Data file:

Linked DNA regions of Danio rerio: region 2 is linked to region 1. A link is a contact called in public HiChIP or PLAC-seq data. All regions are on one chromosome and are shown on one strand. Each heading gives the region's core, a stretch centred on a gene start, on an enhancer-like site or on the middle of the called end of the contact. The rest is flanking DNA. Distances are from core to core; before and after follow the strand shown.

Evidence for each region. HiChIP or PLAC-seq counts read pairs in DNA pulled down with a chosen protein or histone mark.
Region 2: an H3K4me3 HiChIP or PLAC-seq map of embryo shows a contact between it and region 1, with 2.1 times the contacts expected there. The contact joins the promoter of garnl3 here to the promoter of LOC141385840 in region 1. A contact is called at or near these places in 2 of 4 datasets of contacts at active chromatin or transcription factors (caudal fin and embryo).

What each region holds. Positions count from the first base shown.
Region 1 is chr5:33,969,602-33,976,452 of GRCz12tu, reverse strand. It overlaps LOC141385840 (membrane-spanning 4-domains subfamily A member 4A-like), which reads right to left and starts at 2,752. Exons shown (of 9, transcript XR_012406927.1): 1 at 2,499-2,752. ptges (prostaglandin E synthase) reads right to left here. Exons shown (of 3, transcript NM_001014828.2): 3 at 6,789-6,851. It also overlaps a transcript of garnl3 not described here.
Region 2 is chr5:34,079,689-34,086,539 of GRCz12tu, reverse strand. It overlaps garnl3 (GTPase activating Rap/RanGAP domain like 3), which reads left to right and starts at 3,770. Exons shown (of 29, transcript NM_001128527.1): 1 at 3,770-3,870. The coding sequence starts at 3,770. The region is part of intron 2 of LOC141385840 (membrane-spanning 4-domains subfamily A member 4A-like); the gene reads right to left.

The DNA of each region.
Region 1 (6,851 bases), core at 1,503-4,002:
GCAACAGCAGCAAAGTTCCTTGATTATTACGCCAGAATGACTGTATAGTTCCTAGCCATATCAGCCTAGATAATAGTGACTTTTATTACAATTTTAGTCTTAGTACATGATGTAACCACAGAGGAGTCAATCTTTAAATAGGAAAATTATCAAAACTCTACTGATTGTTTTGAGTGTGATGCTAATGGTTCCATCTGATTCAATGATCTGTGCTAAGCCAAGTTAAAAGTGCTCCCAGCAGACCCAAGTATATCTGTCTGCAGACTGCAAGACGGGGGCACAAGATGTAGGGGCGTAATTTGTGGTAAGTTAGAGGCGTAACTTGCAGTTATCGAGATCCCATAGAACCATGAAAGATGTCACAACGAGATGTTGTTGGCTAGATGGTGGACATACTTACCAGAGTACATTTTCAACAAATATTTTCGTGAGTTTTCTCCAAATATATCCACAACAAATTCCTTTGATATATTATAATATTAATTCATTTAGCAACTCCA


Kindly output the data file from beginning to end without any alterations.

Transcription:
Linked DNA regions of Danio rerio: region 2 is linked to region 1. A link is a contact called in public HiChIP or PLAC-seq data. All regions are on one chromosome and are shown on one strand. Each heading gives the region's core, a stretch centred on a gene start, on an enhancer-like site or on the middle of the called end of the contact. The rest is flanking DNA. Distances are from core to core; before and after follow the strand shown.

Evidence for each region. HiChIP or PLAC-seq counts read pairs in DNA pulled down with a chosen protein or histone mark.
Region 2: an H3K4me3 HiChIP or PLAC-seq map of embryo shows a contact between it and region 1, with 2.1 times the contacts expected there. The contact joins the promoter of garnl3 here to the promoter of LOC141385840 in region 1. A contact is called at or near these places in 2 of 4 datasets of contacts at active chromatin or transcription factors (caudal fin and embryo).

What each region holds. Positions count from the first base shown.
Region 1 is chr5:33,969,602-33,976,452 of GRCz12tu, reverse strand. It overlaps LOC141385840 (membrane-spanning 4-domains subfamily A member 4A-like), which reads right to left and starts at 2,752. Exons shown (of 9, transcript XR_012406927.1): 1 at 2,499-2,752. ptges (prostaglandin E synthase) reads right to left here. Exons shown (of 3, transcript NM_001014828.2): 3 at 6,789-6,851. It also overlaps a transcript of garnl3 not described here.
Region 2 is chr5:34,079,689-34,086,539 of GRCz12tu, reverse strand. It overlaps garnl3 (GTPase activating Rap/RanGAP domain like 3), which reads left to right and starts at 3,770. Exons shown (of 29, transcript NM_001128527.1): 1 at 3,770-3,870. The coding sequence starts at 3,770. The region is part of intron 2 of LOC141385840 (membrane-spanning 4-domains subfamily A member 4A-like); the gene reads right to left.

The DNA of each region.
Region 1 (6,851 bases), core at 1,503-4,002:
GCAACAGCAGCAAAGTTCCTTGATTATTACGCCAGAATGACTGTATAGTTCCTAGCCATATCAGCCTAGATAATAGTGACTTTTATTACAATTTTAGTCTTAGTACATGATGTAACCACAGAGGAGTCAATCTTTAAATAGGAAAATTATCAAAACTCTACTGATTGTTTTGAGTGTGATGCTAATGGTTCCATCTGATTCAATGATCTGTGCTAAGCCAAGTTAAAAGTGCTCCCAGCAGACCCAAGTATATCTGTCTGCAGACTGCAAGACGGGGGCACAAGATGTAGGGGCGTAATTTGTGGTAAGTTAGAGGCGTAACTTGCAGTTATCGAGATCCCATAGAACCATGAAAGATGTCACAACGAGATGTTGTTGGCTAGATGGTGGACATACTTACCAGAGTACATTTTCAACAAATATTTTCGTGAGTTTTCTCCAAATATATCCACAACAAATTCCTTTGATATATTATAATATTAATTCATTTAGCAACTCCA